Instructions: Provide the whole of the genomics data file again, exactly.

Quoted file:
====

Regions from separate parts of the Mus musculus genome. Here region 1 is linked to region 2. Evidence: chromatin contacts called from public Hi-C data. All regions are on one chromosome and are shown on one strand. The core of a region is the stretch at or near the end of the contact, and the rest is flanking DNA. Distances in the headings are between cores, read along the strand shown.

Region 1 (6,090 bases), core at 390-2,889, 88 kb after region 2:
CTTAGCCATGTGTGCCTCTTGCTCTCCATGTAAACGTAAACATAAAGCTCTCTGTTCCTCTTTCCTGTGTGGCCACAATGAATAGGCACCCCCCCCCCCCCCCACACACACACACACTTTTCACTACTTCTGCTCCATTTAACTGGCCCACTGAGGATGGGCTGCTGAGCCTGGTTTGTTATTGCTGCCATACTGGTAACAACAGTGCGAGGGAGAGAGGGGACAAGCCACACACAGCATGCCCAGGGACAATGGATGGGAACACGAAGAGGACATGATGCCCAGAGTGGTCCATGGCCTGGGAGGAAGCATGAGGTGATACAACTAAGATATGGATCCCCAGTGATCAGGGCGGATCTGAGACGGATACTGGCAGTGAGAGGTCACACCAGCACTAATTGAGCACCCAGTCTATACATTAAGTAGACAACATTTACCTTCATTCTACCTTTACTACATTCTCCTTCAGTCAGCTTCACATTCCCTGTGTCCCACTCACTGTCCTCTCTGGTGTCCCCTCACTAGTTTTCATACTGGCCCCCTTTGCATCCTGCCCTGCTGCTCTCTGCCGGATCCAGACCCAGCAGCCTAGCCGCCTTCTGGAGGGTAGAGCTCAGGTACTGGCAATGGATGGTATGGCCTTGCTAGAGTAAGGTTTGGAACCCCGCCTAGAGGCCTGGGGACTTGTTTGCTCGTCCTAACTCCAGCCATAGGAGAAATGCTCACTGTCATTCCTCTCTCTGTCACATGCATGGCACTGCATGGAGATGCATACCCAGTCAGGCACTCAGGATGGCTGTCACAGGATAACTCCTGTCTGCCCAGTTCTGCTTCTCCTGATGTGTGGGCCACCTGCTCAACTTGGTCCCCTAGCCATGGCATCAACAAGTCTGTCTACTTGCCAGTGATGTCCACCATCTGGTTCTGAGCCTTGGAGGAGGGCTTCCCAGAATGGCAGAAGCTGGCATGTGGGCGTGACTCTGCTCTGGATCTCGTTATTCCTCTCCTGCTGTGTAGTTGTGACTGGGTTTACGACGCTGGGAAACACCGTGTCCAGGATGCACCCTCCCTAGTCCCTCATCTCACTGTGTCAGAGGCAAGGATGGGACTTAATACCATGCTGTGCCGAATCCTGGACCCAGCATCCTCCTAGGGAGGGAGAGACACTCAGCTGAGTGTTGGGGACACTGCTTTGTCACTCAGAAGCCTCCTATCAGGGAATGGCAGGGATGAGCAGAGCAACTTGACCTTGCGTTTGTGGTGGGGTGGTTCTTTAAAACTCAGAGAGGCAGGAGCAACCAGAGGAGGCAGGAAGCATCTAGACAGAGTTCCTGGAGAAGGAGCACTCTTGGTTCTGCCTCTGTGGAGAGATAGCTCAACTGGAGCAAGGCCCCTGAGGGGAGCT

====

Regions from separate parts of the Mus musculus genome. Here region 1 is linked to region 2. Evidence: chromatin contacts called from public Hi-C data. All regions are on one chromosome and are shown on one strand. The core of a region is the stretch at or near the end of the contact, and the rest is flanking DNA. Distances in the headings are between cores, read along the strand shown.

Region 1 (6,090 bases), core at 390-2,889, 88 kb after region 2:
CTTAGCCATGTGTGCCTCTTGCTCTCCATGTAAACGTAAACATAAAGCTCTCTGTTCCTCTTTCCTGTGTGGCCACAATGAATAGGCACCCCCCCCCCCCCCCACACACACACACACTTTTCACTACTTCTGCTCCATTTAACTGGCCCACTGAGGATGGGCTGCTGAGCCTGGTTTGTTATTGCTGCCATACTGGTAACAACAGTGCGAGGGAGAGAGGGGACAAGCCACACACAGCATGCCCAGGGACAATGGATGGGAACACGAAGAGGACATGATGCCCAGAGTGGTCCATGGCCTGGGAGGAAGCATGAGGTGATACAACTAAGATATGGATCCCCAGTGATCAGGGCGGATCTGAGACGGATACTGGCAGTGAGAGGTCACACCAGCACTAATTGAGCACCCAGTCTATACATTAAGTAGACAACATTTACCTTCATTCTACCTTTACTACATTCTCCTTCAGTCAGCTTCACATTCCCTGTGTCCCACTCACTGTCCTCTCTGGTGTCCCCTCACTAGTTTTCATACTGGCCCCCTTTGCATCCTGCCCTGCTGCTCTCTGCCGGATCCAGACCCAGCAGCCTAGCCGCCTTCTGGAGGGTAGAGCTCAGGTACTGGCAATGGATGGTATGGCCTTGCTAGAGTAAGGTTTGGAACCCCGCCTAGAGGCCTGGGGACTTGTTTGCTCGTCCTAACTCCAGCCATAGGAGAAATGCTCACTGTCATTCCTCTCTCTGTCACATGCATGGCACTGCATGGAGATGCATACCCAGTCAGGCACTCAGGATGGCTGTCACAGGATAACTCCTGTCTGCCCAGTTCTGCTTCTCCTGATGTGTGGGCCACCTGCTCAACTTGGTCCCCTAGCCATGGCATCAACAAGTCTGTCTACTTGCCAGTGATGTCCACCATCTGGTTCTGAGCCTTGGAGGAGGGCTTCCCAGAATGGCAGAAGCTGGCATGTGGGCGTGACTCTGCTCTGGATCTCGTTATTCCTCTCCTGCTGTGTAGTTGTGACTGGGTTTACGACGCTGGGAAACACCGTGTCCAGGATGCACCCTCCCTAGTCCCTCATCTCACTGTGTCAGAGGCAAGGATGGGACTTAATACCATGCTGTGCCGAATCCTGGACCCAGCATCCTCCTAGGGAGGGAGAGACACTCAGCTGAGTGTTGGGGACACTGCTTTGTCACTCAGAAGCCTCCTATCAGGGAATGGCAGGGATGAGCAGAGCAACTTGACCTTGCGTTTGTGGTGGGGTGGTTCTTTAAAACTCAGAGAGGCAGGAGCAACCAGAGGAGGCAGGAAGCATCTAGACAGAGTTCCTGGAGAAGGAGCACTCTTGGTTCTGCCTCTGTGGAGAGATAGCTCAACTGGAGCAAGGCCCCTGAGGGGAGCT